LoCoMediaCoverage

Revision 2 as of 2008-02-17 23:59:37

Clear message

Getting media attention can bring us into the public view. See also: LoCoActivism

Make the story

Make our case appeal to reporters. Tie the issue to other topics of interest. What are the financial issues? Is taxpayers’ money being wasted? Are jobs being lost? Are the alternatives to proprietary software better for the economy? Make it interesting to someone who doesn’t give damn.

Press Release

Write your own press release. It should read like a news story, not like your group’s manifesto. Put in quotes from group representatives. Be sure to include phone numbers so that reporters can call you to get more details and re-work your press release into their own story.

Fill in the “5 W’s” : Who, What, When, Where and Why. Make sure all your facts are absolutely accurate.

Send your release to ensure it reaches the media before or on your release date. If you are far from a media centre, you can fax or even phone in your release. It is then the decision of the news director in each outlet whether to use your story.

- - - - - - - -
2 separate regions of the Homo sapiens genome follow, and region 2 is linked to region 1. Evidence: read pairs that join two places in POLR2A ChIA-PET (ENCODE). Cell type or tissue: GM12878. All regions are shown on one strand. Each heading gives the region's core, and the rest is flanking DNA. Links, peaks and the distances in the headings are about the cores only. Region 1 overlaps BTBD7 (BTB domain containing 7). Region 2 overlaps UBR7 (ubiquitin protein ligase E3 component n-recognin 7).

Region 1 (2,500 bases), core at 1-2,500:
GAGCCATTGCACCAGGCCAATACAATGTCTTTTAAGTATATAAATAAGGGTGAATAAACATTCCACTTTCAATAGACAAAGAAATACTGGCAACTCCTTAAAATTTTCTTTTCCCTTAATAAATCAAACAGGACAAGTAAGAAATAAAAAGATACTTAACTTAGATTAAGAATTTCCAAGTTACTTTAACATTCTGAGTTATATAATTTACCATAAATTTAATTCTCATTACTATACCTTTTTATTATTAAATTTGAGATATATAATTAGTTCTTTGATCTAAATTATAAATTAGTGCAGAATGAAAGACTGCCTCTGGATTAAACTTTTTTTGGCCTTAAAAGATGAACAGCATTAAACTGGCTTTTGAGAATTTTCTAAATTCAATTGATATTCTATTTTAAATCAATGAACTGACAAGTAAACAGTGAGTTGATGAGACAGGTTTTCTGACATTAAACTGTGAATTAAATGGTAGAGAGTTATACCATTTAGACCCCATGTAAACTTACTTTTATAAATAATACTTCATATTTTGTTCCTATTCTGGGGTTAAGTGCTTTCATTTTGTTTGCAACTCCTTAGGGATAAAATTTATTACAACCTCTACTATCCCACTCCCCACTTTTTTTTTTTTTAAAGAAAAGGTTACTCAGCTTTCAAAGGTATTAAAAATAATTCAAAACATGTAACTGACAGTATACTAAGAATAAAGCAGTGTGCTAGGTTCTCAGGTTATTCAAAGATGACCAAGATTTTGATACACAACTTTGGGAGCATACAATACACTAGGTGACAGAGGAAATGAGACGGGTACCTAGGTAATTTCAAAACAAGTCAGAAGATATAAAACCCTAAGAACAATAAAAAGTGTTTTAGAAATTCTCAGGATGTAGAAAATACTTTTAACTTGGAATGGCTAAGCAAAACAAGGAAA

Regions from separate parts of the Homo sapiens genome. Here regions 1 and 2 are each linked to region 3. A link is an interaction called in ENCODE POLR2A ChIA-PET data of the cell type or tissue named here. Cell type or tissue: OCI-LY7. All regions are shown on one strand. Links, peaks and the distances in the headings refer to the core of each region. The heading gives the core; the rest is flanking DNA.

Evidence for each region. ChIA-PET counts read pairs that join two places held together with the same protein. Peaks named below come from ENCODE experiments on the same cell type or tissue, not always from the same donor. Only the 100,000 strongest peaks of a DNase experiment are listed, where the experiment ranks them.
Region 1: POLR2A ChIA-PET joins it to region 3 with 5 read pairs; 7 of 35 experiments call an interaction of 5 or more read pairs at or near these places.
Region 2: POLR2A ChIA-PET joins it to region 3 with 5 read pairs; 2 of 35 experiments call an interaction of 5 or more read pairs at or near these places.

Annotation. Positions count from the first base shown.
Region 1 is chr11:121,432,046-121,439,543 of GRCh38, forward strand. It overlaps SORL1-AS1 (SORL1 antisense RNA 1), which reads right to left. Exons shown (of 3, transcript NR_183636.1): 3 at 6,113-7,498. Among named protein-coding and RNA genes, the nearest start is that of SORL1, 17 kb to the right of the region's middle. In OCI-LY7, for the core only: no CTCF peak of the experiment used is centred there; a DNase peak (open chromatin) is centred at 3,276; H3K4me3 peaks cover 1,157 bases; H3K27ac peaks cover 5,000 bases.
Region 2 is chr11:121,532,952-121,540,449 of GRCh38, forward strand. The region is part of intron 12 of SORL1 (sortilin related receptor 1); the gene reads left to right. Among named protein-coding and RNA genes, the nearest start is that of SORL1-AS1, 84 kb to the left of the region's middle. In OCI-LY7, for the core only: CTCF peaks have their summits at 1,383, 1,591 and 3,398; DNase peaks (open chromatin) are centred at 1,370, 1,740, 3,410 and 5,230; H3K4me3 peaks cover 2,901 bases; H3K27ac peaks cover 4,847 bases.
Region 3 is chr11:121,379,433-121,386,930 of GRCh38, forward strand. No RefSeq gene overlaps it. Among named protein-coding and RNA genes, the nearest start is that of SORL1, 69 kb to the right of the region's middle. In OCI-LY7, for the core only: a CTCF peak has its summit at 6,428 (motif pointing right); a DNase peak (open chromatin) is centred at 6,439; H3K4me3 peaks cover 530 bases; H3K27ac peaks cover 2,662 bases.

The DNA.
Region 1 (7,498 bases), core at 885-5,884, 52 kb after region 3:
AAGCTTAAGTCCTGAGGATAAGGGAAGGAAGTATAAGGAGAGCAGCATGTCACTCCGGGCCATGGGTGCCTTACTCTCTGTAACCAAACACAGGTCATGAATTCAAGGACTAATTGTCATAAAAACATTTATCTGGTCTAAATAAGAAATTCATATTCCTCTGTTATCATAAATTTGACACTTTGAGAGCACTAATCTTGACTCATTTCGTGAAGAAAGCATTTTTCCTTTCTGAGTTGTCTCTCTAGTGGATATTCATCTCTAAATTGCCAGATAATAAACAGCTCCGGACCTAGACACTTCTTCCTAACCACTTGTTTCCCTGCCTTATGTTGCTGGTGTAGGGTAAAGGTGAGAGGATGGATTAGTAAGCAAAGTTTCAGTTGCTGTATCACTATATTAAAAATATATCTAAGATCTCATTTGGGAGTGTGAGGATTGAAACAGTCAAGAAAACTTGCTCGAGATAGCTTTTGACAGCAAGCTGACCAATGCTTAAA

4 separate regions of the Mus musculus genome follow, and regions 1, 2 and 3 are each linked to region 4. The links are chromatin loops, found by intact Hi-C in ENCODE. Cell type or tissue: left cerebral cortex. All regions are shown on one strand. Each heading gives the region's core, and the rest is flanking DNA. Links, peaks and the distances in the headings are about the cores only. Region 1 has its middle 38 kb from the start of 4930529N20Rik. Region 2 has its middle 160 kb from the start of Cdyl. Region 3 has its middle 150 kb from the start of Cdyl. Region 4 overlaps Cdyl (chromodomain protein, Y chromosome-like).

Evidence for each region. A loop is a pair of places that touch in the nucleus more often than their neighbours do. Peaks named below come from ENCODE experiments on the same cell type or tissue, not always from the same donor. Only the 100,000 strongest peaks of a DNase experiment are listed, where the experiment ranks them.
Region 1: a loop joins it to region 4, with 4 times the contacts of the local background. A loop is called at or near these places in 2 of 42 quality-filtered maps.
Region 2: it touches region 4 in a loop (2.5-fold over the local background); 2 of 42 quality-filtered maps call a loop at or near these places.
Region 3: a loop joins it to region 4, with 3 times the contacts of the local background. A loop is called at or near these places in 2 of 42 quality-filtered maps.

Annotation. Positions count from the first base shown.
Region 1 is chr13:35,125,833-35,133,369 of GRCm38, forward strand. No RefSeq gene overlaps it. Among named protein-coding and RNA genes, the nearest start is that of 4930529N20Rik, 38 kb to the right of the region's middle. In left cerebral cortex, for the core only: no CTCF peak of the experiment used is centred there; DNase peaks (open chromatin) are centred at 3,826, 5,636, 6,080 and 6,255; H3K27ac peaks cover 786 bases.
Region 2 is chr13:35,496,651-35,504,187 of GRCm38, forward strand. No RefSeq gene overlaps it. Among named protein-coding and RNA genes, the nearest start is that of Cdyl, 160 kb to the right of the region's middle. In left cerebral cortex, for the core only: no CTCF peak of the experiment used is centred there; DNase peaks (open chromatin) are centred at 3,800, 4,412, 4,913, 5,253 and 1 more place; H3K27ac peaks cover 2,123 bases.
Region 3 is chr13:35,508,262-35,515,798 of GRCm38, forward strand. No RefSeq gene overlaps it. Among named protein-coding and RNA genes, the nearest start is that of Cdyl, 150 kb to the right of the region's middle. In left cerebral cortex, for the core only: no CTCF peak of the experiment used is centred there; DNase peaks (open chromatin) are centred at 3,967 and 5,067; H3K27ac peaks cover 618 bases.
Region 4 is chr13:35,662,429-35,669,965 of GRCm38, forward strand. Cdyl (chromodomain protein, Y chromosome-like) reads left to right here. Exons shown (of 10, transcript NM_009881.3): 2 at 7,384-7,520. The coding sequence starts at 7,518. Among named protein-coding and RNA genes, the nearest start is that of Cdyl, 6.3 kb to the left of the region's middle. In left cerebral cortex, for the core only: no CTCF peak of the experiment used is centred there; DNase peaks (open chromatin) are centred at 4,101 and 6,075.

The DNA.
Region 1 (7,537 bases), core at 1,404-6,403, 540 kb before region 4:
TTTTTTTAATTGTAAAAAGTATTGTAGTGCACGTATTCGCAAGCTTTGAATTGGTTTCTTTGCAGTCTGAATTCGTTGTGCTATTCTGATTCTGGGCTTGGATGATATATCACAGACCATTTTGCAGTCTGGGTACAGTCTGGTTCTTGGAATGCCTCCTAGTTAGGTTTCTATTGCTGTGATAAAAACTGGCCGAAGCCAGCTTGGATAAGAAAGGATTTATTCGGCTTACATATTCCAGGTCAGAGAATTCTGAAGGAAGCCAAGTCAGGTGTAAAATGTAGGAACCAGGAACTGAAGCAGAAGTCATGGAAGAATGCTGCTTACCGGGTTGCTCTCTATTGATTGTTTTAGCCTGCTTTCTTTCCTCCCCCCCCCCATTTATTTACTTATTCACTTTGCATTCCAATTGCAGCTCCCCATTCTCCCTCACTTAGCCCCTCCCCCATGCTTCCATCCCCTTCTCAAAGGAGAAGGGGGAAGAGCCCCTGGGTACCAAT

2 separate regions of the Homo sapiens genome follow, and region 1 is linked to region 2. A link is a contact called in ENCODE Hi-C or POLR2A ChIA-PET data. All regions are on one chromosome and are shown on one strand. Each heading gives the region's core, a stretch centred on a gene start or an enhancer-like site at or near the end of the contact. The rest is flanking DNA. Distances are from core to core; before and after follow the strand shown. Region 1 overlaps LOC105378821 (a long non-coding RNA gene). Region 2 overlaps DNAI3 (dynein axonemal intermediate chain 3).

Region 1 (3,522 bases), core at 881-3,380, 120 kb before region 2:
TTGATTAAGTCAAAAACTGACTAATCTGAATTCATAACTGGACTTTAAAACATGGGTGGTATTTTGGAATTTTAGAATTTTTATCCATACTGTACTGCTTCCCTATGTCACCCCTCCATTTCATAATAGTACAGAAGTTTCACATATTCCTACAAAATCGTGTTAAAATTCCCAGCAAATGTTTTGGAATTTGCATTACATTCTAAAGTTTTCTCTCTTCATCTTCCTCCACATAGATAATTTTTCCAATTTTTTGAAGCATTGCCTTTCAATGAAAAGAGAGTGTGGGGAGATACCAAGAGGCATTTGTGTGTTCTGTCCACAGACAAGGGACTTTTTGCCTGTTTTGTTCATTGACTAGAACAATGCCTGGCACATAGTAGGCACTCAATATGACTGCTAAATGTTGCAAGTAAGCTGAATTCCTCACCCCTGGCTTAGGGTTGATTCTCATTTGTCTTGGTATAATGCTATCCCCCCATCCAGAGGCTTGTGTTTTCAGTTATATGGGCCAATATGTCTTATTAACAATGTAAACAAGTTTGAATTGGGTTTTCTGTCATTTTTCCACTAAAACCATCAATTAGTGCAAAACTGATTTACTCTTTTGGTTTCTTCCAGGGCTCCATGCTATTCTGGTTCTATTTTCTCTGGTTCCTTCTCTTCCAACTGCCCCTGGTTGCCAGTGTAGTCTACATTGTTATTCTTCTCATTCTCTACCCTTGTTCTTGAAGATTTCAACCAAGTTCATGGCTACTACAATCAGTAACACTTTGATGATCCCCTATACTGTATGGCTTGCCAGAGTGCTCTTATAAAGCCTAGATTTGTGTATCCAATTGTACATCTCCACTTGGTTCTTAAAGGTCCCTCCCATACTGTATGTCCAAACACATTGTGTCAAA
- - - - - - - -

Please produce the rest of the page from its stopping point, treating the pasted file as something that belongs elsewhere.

See: [:../PressReleaseTemplate:Sample press release]

Press Conferences

Beyond press releases, you may hold a press conference but don’t do it unless you have a really good story, or can bring in an acknowledged expert who won’t be available as a matter of course. Hold press conferences somewhere familiar to the media. Make it convenient. Try to avoid having to spend money to rent space. Is there a good community center close to the downtown? Can you get the help of someone in City Council to use City Hall or the Regional Government Center?

Letters to the Editor

Did you know that the letters section is the most read section of any newspaper? Not only do people in your community read the letters, government officials have clipping services that reprint the ones dealing with their area. Letters to the editor:

  • reach a large audience.
  • are often monitored by elected officials.
  • can bring up information not addressed in a news article.
  • create an impression of widespread support or opposition to an issue.

Letters should be short, direct and well written. Of course, they should be accurate and educate readers about your issue. Many newspapers have strict limits on the length of letters and have limited space to publish them. Keeping your letter brief will help assure that your important points are not cut out by the newspaper.

Make it legible. Your letter doesn't have to be fancy, but you should use a computer word processor if your handwriting is difficult to read.

Send letters to weekly community newspapers too. The smaller the newspaper's circulation, the easier it is to get your letter printed.

Be sure to include your contact information. Many newspapers will only print a letter to the editor after calling the author to verify his or her identity and address. Newspapers will not give out that information, and will usually only print your name and city should your letter be published.